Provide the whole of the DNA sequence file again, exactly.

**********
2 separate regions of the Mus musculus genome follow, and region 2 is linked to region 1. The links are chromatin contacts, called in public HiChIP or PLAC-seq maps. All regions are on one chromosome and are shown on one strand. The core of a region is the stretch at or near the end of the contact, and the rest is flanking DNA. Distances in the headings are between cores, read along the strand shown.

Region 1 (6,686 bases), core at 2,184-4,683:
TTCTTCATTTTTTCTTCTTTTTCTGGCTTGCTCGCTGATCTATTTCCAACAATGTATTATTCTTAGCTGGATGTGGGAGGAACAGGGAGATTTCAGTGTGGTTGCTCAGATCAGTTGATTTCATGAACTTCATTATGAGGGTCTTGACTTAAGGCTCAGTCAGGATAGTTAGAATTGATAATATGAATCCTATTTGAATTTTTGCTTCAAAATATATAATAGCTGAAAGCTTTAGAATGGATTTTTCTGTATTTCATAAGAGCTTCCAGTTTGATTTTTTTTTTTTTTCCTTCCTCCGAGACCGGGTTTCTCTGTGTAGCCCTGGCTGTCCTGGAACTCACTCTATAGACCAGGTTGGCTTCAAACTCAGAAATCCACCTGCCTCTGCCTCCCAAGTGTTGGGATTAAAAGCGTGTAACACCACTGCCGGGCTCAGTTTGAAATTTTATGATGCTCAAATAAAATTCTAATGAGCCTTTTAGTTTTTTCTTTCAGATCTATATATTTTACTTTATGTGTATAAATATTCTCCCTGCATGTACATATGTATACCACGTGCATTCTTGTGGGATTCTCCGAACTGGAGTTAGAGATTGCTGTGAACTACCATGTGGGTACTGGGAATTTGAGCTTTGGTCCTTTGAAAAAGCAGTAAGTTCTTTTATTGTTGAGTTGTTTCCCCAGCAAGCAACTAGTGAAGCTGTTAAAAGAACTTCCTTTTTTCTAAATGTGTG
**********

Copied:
2 separate regions of the Mus musculus genome follow, and region 2 is linked to region 1. The links are chromatin contacts, called in public HiChIP or PLAC-seq maps. All regions are on one chromosome and are shown on one strand. The core of a region is the stretch at or near the end of the contact, and the rest is flanking DNA. Distances in the headings are between cores, read along the strand shown.

Region 1 (6,686 bases), core at 2,184-4,683:
TTCTTCATTTTTTCTTCTTTTTCTGGCTTGCTCGCTGATCTATTTCCAACAATGTATTATTCTTAGCTGGATGTGGGAGGAACAGGGAGATTTCAGTGTGGTTGCTCAGATCAGTTGATTTCATGAACTTCATTATGAGGGTCTTGACTTAAGGCTCAGTCAGGATAGTTAGAATTGATAATATGAATCCTATTTGAATTTTTGCTTCAAAATATATAATAGCTGAAAGCTTTAGAATGGATTTTTCTGTATTTCATAAGAGCTTCCAGTTTGATTTTTTTTTTTTTTCCTTCCTCCGAGACCGGGTTTCTCTGTGTAGCCCTGGCTGTCCTGGAACTCACTCTATAGACCAGGTTGGCTTCAAACTCAGAAATCCACCTGCCTCTGCCTCCCAAGTGTTGGGATTAAAAGCGTGTAACACCACTGCCGGGCTCAGTTTGAAATTTTATGATGCTCAAATAAAATTCTAATGAGCCTTTTAGTTTTTTCTTTCAGATCTATATATTTTACTTTATGTGTATAAATATTCTCCCTGCATGTACATATGTATACCACGTGCATTCTTGTGGGATTCTCCGAACTGGAGTTAGAGATTGCTGTGAACTACCATGTGGGTACTGGGAATTTGAGCTTTGGTCCTTTGAAAAAGCAGTAAGTTCTTTTATTGTTGAGTTGTTTCCCCAGCAAGCAACTAGTGAAGCTGTTAAAAGAACTTCCTTTTTTCTAAATGTGTG